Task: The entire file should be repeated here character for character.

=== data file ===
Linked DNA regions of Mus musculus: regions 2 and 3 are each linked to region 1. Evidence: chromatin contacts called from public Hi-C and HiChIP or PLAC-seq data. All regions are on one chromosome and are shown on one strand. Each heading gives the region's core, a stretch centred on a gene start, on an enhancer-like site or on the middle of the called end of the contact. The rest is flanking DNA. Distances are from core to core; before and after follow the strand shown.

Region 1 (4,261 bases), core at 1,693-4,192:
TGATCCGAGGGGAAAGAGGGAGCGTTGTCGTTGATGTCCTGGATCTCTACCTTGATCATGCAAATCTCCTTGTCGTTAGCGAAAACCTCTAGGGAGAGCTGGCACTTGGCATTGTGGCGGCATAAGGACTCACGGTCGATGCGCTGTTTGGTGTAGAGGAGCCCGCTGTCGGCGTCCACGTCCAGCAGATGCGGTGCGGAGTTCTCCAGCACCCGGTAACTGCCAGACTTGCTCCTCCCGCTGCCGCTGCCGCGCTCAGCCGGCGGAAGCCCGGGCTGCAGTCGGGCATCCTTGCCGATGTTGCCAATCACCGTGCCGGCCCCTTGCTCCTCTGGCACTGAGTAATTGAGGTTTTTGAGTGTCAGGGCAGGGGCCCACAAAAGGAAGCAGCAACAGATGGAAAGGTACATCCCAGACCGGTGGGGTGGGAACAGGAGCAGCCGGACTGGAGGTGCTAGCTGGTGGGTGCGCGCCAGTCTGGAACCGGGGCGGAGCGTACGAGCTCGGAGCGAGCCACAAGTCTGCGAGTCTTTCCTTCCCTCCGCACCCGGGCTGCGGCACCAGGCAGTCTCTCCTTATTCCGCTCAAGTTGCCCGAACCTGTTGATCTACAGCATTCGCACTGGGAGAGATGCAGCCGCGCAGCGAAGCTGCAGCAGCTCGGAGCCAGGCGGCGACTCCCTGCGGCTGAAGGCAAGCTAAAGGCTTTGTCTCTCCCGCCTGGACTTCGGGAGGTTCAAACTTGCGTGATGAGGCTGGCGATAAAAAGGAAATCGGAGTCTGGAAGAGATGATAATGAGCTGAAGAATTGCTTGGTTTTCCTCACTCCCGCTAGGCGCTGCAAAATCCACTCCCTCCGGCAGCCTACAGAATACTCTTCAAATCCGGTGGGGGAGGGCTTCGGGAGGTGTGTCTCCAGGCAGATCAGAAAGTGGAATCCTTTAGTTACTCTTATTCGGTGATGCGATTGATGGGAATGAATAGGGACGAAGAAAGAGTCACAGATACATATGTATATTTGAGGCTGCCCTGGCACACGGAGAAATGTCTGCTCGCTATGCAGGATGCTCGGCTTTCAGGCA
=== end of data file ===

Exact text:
Linked DNA regions of Mus musculus: regions 2 and 3 are each linked to region 1. Evidence: chromatin contacts called from public Hi-C and HiChIP or PLAC-seq data. All regions are on one chromosome and are shown on one strand. Each heading gives the region's core, a stretch centred on a gene start, on an enhancer-like site or on the middle of the called end of the contact. The rest is flanking DNA. Distances are from core to core; before and after follow the strand shown.

Region 1 (4,261 bases), core at 1,693-4,192:
TGATCCGAGGGGAAAGAGGGAGCGTTGTCGTTGATGTCCTGGATCTCTACCTTGATCATGCAAATCTCCTTGTCGTTAGCGAAAACCTCTAGGGAGAGCTGGCACTTGGCATTGTGGCGGCATAAGGACTCACGGTCGATGCGCTGTTTGGTGTAGAGGAGCCCGCTGTCGGCGTCCACGTCCAGCAGATGCGGTGCGGAGTTCTCCAGCACCCGGTAACTGCCAGACTTGCTCCTCCCGCTGCCGCTGCCGCGCTCAGCCGGCGGAAGCCCGGGCTGCAGTCGGGCATCCTTGCCGATGTTGCCAATCACCGTGCCGGCCCCTTGCTCCTCTGGCACTGAGTAATTGAGGTTTTTGAGTGTCAGGGCAGGGGCCCACAAAAGGAAGCAGCAACAGATGGAAAGGTACATCCCAGACCGGTGGGGTGGGAACAGGAGCAGCCGGACTGGAGGTGCTAGCTGGTGGGTGCGCGCCAGTCTGGAACCGGGGCGGAGCGTACGAGCTCGGAGCGAGCCACAAGTCTGCGAGTCTTTCCTTCCCTCCGCACCCGGGCTGCGGCACCAGGCAGTCTCTCCTTATTCCGCTCAAGTTGCCCGAACCTGTTGATCTACAGCATTCGCACTGGGAGAGATGCAGCCGCGCAGCGAAGCTGCAGCAGCTCGGAGCCAGGCGGCGACTCCCTGCGGCTGAAGGCAAGCTAAAGGCTTTGTCTCTCCCGCCTGGACTTCGGGAGGTTCAAACTTGCGTGATGAGGCTGGCGATAAAAAGGAAATCGGAGTCTGGAAGAGATGATAATGAGCTGAAGAATTGCTTGGTTTTCCTCACTCCCGCTAGGCGCTGCAAAATCCACTCCCTCCGGCAGCCTACAGAATACTCTTCAAATCCGGTGGGGGAGGGCTTCGGGAGGTGTGTCTCCAGGCAGATCAGAAAGTGGAATCCTTTAGTTACTCTTATTCGGTGATGCGATTGATGGGAATGAATAGGGACGAAGAAAGAGTCACAGATACATATGTATATTTGAGGCTGCCCTGGCACACGGAGAAATGTCTGCTCGCTATGCAGGATGCTCGGCTTTCAGGCA